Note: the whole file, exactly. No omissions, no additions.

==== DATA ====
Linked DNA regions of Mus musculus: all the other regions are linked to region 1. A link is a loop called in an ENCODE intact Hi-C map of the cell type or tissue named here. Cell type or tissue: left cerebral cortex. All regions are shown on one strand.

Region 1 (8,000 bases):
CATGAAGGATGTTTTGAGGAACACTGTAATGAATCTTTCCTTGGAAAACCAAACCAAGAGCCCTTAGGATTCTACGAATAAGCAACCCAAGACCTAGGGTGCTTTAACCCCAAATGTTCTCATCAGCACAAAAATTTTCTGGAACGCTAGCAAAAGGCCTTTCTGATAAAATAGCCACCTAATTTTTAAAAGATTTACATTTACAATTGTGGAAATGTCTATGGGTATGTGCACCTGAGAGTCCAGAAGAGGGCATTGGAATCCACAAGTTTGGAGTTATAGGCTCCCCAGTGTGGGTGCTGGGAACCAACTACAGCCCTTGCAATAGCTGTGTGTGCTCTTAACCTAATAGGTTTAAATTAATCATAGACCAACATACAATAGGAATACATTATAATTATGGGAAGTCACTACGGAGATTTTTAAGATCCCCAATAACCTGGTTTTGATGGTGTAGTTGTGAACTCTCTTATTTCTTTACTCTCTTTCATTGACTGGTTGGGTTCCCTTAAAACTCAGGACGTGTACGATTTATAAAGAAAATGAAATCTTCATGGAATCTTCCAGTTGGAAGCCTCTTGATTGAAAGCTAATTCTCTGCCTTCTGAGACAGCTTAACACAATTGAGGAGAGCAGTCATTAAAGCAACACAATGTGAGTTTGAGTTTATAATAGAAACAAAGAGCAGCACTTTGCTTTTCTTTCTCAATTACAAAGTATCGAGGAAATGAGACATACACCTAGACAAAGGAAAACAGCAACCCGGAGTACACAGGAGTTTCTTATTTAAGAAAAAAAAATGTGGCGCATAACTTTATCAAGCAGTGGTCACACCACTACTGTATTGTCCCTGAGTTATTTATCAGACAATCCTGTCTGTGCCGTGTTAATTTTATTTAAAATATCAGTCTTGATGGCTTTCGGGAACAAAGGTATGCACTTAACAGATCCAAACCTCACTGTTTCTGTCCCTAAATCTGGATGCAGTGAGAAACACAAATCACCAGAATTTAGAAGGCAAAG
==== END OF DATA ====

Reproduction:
Linked DNA regions of Mus musculus: all the other regions are linked to region 1. A link is a loop called in an ENCODE intact Hi-C map of the cell type or tissue named here. Cell type or tissue: left cerebral cortex. All regions are shown on one strand.

Region 1 (8,000 bases):
CATGAAGGATGTTTTGAGGAACACTGTAATGAATCTTTCCTTGGAAAACCAAACCAAGAGCCCTTAGGATTCTACGAATAAGCAACCCAAGACCTAGGGTGCTTTAACCCCAAATGTTCTCATCAGCACAAAAATTTTCTGGAACGCTAGCAAAAGGCCTTTCTGATAAAATAGCCACCTAATTTTTAAAAGATTTACATTTACAATTGTGGAAATGTCTATGGGTATGTGCACCTGAGAGTCCAGAAGAGGGCATTGGAATCCACAAGTTTGGAGTTATAGGCTCCCCAGTGTGGGTGCTGGGAACCAACTACAGCCCTTGCAATAGCTGTGTGTGCTCTTAACCTAATAGGTTTAAATTAATCATAGACCAACATACAATAGGAATACATTATAATTATGGGAAGTCACTACGGAGATTTTTAAGATCCCCAATAACCTGGTTTTGATGGTGTAGTTGTGAACTCTCTTATTTCTTTACTCTCTTTCATTGACTGGTTGGGTTCCCTTAAAACTCAGGACGTGTACGATTTATAAAGAAAATGAAATCTTCATGGAATCTTCCAGTTGGAAGCCTCTTGATTGAAAGCTAATTCTCTGCCTTCTGAGACAGCTTAACACAATTGAGGAGAGCAGTCATTAAAGCAACACAATGTGAGTTTGAGTTTATAATAGAAACAAAGAGCAGCACTTTGCTTTTCTTTCTCAATTACAAAGTATCGAGGAAATGAGACATACACCTAGACAAAGGAAAACAGCAACCCGGAGTACACAGGAGTTTCTTATTTAAGAAAAAAAAATGTGGCGCATAACTTTATCAAGCAGTGGTCACACCACTACTGTATTGTCCCTGAGTTATTTATCAGACAATCCTGTCTGTGCCGTGTTAATTTTATTTAAAATATCAGTCTTGATGGCTTTCGGGAACAAAGGTATGCACTTAACAGATCCAAACCTCACTGTTTCTGTCCCTAAATCTGGATGCAGTGAGAAACACAAATCACCAGAATTTAGAAGGCAAAG